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Citing mental health, restaurateur announces abrupt closing of Atlanta's Soul Crab, Greens and Gravy

Darius Williams, who gained fame with his Darius Cooks YouTube channel, said Sunday night was the last night of business for his three restaurants.

ATLANTA — The popular Atlanta YouTube chef Darius Williams announced suddenly on Monday that his three restaurants - two of which are in Atlanta - are no longer in business.

Williams, who gained fame with his Darius Cooks YouTube channel, which has 160,000 subscribers, operated Soul Crab and Greens and Gravy in Atlanta.

He had also operated another Soul Crab location in Chicago.

The restaurateur announced the abrupt closings on Instagram and Facebook.

"Fam, wanted to take a quick moment to let you know that last night was our last night of business for all three restaurants," Williams wrote. "I know this is sudden and a shock, so I apologize. Wanted to say thank you for everyone that supported the fried chicken, crab legs, fried lobster, and most importantly, my crazy vision. I love y’all - for real."

In a live social media broadcast later in the day, Williams indicated the decision was a personal one made for the benefit of his mental health.

He said he had consulted with a psychiatrist and that he was "dealing with some challenges."

"That's it, I'm literally dealing with some challenges. One of the ways you work it out through therapy is understanding triggers," he said. "And it's hard for people to understand this, but one of the triggers is the restaurant business."

Williams described being in California two weeks ago for a cooking event when he felt like he "wanted to break down and just cry, for like no apparent reason."

"I have been dealing with some mental health issues over the last - for a while now, a couple years really, to be honest with you," he said. "And about two weeks ago I had I guess what you call an episode, like a really sort of interesting situation happened that really caused me to take a step back and say 'whoa, something's not right.'"

Williams said he had dealt with something similar in the past, but that "this time it was a little heavier for me."

Over the weekend he also outlined the situation with his mental health in a post.

RELATED: Robbery at gunpoint leads popular Atlanta restaurant Greens and Gravy to go cashless

The restaurants had been well-received. Greens and Gravy was named a "neighborhood gem" in Atlanta Magazine's 2017 "Best of ATL" issue, and Soul Crab quickly became a staple of the emerging College Park dining scene when it opened in late 2018.

In December, Georgia Attorney General Chris Carr announced that Williams had come to a settlement to pay the state nearly $150,000 over violating the Georgia Fair Business Practices Act by "operating an illegal credit repair business."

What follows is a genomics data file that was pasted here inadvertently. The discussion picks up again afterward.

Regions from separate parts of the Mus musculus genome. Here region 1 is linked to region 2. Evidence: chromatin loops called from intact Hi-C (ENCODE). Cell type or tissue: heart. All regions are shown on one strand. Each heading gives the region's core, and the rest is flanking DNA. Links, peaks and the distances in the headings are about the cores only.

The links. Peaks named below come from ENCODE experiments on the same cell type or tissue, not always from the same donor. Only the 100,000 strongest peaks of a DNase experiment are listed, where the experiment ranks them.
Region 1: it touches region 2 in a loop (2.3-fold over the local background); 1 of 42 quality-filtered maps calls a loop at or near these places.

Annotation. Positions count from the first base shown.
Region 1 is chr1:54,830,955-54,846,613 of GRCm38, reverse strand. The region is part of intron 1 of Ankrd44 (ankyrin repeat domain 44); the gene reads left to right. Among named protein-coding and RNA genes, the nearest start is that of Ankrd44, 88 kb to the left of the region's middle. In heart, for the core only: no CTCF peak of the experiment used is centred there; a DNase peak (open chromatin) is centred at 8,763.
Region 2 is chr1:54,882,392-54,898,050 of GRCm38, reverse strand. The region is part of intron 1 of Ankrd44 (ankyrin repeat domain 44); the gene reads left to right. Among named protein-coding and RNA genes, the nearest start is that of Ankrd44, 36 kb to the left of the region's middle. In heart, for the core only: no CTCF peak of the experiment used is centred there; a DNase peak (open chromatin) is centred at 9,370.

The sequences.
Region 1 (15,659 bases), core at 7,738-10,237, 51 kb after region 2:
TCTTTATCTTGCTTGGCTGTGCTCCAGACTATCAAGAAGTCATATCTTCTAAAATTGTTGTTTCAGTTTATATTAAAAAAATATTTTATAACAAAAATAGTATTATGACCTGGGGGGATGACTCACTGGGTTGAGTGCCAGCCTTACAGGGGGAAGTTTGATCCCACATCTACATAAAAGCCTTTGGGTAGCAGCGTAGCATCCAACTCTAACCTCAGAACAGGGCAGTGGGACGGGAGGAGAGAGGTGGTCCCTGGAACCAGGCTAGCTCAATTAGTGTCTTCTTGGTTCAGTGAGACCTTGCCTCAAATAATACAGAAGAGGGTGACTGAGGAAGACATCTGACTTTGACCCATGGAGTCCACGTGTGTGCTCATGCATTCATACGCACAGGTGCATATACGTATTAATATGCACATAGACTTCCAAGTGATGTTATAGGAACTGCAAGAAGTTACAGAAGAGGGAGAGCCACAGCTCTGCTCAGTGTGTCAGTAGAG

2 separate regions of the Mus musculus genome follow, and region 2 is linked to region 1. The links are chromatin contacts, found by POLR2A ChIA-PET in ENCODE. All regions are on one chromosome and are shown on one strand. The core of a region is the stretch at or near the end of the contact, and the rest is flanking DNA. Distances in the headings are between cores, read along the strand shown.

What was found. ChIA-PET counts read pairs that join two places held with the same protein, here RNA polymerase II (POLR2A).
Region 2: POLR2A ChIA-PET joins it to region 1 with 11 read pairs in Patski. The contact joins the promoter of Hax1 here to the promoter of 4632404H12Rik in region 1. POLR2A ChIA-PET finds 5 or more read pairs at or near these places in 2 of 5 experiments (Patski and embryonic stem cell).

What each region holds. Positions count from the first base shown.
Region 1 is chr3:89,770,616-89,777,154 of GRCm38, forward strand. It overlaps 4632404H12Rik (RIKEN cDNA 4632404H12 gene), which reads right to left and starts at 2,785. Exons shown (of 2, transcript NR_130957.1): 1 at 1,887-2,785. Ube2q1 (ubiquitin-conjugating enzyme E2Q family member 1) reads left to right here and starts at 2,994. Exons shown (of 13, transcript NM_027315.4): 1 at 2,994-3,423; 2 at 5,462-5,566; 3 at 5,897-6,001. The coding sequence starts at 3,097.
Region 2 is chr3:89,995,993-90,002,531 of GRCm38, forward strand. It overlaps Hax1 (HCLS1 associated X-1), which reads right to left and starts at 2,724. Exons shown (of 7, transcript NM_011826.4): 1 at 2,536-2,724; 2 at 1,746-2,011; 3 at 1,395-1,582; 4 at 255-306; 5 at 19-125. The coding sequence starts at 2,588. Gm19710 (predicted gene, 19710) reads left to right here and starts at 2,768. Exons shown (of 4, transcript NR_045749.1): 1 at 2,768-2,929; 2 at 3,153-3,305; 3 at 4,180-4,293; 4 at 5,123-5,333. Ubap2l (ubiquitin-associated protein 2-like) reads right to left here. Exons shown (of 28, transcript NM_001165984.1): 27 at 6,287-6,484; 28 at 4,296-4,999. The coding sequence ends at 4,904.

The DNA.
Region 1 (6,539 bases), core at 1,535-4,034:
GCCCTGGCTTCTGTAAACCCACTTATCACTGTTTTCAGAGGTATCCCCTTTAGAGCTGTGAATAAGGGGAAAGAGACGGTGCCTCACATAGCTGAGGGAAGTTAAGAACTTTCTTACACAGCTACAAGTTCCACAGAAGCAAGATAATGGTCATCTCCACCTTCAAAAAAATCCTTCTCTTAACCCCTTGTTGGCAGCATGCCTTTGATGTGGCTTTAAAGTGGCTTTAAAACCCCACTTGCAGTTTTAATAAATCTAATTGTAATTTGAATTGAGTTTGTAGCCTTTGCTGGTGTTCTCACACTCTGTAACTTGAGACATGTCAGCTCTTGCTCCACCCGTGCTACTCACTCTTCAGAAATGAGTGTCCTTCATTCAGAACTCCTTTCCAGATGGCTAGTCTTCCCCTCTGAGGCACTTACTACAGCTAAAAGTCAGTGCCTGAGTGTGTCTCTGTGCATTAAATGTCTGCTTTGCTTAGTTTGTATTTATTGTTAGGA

In that settlement, the Georgia Department of Law Consumer Protection Division found that the company, Above 701 Inc., had violated the law by 

  • requesting and accepting payment from consumers for its credit repair services before those services were provided; and
  • making misleading claims that it could get bankruptcies and debts permanently deleted from consumers’ credit reports, without adequately disclosing that negative credit information cannot be erased from a consumer’s credit report if the information is accurate.

Above 701 was forced to cease operations under the settlement, and Williams was required to pay $110,000 in consumer restitution and more than $35,000 in a civil penalty to the State of Georgia.

Williams forcefully denied in the live social media broadcast that the matter with Above 701 was at all linked to his restaurants closing.

"One has nothing to do with the other," he said. 

The chef added he and his team never realized the credit repair business practice was specifically banned by Georgia law, and that $145,000 was not, in the grand scheme of his business enterprises, a large figure.

In the live broadcast, Williams did not directly address how employees were notified or what kind of advance notice they had that the decision was coming, only that they had "been made aware" of the decision.

"My decision to close the restaurants - people are asking, 'Well did you know? When did you decide?' To be honest I had the feeling a couple of weeks ago, but I wanted to hold off until I had a chance to speak with my physician," he said. "I made the decision internally and dealt with it internally a couple days ago. I pulled the trigger on it this morning."

"I do not have all the answers. I don't know what's happening with anything at this point. I don't know," he added. "And i think it's okay to be in the moment and not have the answers"

In the end, it was about "just trying to get myself together," he said.

He thanked everyone who had supported the restaurants, and said now he wanted to be there for himself and be focused on his health. His ventures such as the in-person "Dining with Darius" appearances, merchandise sales and social media channels will continue.

"Now I'm OK saying I don't know. I'm OK saying I have no idea where things are. And to be honest with you, we'll figure it out, we'll figure it out," he said. "I'm not dying. This is not the end of the world. Companies restructure all the time. Places close all the time."

"I will be OK in the long run," he added.



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